Best Practice

Narrowing the gender gap: Literacy

Continuing our focus on the gender gaps in educational outcomes, Matt Bromley asks why boys often underperform in reading and writing when compared to girls – and considers what schools can do to close this gender gap

In part one of this series, I examined some of the biological and societal reasons why a gender gap exists in education and explored some generic strategies for closing it. In this article, I will explore the gender gap in literacy proficiency and look at ways of raising boys’ attainment in reading and writing.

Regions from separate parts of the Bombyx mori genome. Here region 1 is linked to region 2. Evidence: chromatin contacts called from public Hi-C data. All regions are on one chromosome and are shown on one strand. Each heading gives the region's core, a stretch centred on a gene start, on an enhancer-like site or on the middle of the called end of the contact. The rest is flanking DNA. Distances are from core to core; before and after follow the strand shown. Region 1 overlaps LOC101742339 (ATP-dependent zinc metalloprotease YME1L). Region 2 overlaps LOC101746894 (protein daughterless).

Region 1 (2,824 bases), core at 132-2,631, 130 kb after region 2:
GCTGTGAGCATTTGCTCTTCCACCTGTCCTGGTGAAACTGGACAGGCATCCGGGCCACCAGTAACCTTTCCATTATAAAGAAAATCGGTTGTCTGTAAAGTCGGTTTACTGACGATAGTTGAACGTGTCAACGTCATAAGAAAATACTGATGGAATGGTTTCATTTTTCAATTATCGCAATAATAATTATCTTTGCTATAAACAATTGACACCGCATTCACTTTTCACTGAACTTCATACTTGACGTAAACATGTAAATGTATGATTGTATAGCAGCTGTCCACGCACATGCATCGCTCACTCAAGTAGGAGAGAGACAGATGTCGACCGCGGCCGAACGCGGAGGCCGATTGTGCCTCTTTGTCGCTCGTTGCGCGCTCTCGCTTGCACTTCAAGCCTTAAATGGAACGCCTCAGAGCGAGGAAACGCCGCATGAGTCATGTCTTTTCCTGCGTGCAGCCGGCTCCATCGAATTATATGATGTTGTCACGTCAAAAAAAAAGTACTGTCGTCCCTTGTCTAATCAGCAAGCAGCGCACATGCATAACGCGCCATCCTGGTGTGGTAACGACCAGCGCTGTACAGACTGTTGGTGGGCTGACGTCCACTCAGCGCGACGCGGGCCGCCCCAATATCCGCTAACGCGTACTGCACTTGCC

An international PISA survey in 2012 found that 15-year-old boys were more likely than girls of the same age to be low-achievers in school; 14 per cent of boys and nine per cent of girls failed to attain the baseline level of proficiency in any of the three core subjects measured by PISA – namely, reading, maths and science. In fact, six out of 10 students who did not attain the baseline level in any of these subjects were boys.

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